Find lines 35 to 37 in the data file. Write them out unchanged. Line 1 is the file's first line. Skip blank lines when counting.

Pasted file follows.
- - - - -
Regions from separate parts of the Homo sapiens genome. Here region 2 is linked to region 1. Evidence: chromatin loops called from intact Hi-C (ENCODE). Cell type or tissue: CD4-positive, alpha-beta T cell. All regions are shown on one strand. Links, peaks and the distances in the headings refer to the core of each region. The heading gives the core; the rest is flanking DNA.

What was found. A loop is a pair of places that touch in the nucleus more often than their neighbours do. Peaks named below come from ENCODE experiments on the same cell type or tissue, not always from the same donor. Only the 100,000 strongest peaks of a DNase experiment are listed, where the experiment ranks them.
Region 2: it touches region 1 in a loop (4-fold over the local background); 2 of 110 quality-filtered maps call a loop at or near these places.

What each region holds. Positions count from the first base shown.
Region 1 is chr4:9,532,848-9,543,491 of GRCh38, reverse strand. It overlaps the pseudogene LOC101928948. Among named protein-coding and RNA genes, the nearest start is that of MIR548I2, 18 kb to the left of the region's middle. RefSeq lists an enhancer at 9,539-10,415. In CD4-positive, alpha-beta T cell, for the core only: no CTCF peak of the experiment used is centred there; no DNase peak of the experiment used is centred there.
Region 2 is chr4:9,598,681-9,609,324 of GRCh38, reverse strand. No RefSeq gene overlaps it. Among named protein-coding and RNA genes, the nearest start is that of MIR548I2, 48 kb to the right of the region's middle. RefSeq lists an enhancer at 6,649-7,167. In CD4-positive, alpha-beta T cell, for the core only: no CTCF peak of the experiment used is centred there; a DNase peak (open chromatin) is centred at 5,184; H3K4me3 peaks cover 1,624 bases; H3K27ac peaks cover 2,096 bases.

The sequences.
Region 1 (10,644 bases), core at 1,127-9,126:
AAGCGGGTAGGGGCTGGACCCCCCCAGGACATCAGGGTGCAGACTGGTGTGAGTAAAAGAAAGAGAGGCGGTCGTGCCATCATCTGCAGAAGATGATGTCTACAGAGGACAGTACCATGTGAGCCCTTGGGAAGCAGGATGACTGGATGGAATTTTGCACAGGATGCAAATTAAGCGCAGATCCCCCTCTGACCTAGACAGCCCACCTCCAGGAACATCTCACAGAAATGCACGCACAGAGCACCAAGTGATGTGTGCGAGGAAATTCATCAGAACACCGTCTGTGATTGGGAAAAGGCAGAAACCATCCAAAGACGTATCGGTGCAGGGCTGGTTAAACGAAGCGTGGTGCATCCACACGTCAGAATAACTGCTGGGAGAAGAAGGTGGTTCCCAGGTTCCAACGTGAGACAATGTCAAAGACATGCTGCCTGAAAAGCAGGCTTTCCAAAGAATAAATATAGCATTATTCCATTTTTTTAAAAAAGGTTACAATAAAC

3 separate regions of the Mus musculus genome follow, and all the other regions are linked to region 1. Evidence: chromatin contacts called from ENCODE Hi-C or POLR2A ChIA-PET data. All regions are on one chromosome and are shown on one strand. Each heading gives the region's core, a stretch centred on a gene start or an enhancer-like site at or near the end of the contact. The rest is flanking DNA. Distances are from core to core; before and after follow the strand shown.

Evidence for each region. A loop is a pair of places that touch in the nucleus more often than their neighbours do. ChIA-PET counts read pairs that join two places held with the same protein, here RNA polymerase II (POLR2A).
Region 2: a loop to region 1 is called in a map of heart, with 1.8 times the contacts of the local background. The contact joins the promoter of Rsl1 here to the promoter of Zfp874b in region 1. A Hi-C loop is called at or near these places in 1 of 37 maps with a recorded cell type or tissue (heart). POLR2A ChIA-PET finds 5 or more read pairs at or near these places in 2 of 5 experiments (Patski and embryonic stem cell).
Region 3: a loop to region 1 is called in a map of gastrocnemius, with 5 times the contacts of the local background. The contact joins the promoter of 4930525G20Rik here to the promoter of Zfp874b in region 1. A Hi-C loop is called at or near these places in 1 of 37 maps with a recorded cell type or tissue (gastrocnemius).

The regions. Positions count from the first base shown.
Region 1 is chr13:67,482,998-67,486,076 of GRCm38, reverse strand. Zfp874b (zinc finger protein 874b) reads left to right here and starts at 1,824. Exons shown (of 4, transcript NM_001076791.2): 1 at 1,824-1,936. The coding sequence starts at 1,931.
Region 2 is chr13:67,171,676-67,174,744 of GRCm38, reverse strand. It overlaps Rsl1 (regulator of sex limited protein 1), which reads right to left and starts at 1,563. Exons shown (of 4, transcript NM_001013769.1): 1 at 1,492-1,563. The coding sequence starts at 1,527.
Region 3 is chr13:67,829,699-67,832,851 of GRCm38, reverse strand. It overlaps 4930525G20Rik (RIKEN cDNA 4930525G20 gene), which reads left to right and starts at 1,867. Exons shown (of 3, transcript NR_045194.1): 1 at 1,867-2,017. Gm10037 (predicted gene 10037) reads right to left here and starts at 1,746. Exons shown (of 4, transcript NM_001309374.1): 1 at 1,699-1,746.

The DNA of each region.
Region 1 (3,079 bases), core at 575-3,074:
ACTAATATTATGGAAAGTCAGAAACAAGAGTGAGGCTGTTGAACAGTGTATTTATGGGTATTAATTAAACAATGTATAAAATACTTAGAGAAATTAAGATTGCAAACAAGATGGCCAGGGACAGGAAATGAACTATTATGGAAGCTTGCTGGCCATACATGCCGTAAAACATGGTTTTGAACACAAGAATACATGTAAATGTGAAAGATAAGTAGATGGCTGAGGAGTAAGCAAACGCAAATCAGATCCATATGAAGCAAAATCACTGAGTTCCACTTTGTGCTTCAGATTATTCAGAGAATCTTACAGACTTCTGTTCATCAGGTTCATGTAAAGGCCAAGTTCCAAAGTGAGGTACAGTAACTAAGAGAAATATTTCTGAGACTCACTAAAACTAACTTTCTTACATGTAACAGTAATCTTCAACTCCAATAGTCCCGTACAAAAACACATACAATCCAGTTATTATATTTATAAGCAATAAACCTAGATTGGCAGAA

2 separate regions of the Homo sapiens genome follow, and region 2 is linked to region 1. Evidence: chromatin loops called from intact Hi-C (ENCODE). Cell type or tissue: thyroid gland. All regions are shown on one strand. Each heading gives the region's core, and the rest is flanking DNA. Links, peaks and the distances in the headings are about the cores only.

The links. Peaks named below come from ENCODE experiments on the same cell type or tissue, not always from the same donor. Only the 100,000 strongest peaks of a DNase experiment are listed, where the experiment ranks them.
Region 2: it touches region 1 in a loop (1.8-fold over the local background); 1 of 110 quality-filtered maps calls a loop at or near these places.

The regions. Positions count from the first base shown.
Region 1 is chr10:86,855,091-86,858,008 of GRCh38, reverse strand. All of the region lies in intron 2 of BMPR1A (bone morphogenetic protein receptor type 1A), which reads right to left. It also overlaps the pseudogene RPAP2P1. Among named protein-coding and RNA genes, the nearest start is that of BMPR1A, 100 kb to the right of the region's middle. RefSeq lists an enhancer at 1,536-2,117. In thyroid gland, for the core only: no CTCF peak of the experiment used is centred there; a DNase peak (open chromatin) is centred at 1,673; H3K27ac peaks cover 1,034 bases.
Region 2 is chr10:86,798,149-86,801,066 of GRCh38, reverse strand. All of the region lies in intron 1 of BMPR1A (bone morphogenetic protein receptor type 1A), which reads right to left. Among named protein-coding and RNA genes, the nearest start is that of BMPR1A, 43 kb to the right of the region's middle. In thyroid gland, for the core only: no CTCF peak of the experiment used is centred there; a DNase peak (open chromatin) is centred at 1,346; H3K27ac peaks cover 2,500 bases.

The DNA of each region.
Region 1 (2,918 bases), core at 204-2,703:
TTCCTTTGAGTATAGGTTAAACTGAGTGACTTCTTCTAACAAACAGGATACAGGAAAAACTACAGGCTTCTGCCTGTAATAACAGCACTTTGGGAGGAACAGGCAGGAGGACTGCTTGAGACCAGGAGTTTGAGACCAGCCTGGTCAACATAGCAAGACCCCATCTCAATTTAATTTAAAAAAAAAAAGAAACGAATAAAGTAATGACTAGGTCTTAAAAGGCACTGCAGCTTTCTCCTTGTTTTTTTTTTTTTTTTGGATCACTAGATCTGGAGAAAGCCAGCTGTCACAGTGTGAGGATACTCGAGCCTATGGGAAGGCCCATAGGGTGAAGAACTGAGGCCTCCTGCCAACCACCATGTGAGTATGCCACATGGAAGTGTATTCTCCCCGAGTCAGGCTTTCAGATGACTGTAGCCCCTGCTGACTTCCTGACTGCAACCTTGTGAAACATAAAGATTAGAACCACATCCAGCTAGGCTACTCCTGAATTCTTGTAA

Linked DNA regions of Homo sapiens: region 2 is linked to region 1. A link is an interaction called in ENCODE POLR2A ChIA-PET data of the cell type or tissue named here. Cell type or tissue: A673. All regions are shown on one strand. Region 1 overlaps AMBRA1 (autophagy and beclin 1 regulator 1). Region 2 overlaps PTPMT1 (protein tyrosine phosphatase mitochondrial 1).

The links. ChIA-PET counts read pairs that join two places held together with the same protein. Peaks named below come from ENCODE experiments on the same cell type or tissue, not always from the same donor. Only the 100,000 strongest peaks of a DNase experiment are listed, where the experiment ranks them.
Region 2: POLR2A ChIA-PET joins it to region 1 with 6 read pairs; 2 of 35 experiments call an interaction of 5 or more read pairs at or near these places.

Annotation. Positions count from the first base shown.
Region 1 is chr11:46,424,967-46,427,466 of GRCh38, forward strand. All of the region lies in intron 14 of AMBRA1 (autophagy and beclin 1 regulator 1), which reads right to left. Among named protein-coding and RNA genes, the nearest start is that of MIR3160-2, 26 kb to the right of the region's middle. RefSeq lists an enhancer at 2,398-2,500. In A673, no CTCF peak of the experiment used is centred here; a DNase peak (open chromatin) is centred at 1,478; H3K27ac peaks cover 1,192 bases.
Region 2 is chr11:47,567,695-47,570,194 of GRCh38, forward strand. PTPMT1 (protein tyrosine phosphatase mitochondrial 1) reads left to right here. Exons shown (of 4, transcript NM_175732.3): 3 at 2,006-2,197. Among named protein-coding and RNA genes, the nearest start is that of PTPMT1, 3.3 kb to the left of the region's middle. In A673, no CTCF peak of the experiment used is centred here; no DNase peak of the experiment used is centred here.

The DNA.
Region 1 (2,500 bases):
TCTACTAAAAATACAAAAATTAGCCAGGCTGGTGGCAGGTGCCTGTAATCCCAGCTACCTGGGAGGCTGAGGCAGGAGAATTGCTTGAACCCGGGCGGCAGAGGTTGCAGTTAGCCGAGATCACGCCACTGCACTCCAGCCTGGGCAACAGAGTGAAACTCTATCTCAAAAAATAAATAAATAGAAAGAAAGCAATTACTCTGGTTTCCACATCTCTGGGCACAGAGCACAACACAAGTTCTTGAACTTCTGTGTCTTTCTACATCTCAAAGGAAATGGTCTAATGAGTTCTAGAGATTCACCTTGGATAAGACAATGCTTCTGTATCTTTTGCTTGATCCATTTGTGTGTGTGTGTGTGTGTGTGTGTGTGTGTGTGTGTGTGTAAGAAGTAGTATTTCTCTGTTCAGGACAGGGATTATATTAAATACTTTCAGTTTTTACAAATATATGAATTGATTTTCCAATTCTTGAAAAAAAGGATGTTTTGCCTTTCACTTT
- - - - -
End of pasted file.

Region 2 is chr11:47,567,695-47,570,194 of GRCh38, forward strand. PTPMT1 (protein tyrosine phosphatase mitochondrial 1) reads left to right here. Exons shown (of 4, transcript NM_175732.3): 3 at 2,006-2,197. Among named protein-coding and RNA genes, the nearest start is that of PTPMT1, 3.3 kb to the left of the region's middle. In A673, no CTCF peak of the experiment used is centred here; no DNase peak of the experiment used is centred here.

The DNA.
Region 1 (2,500 bases):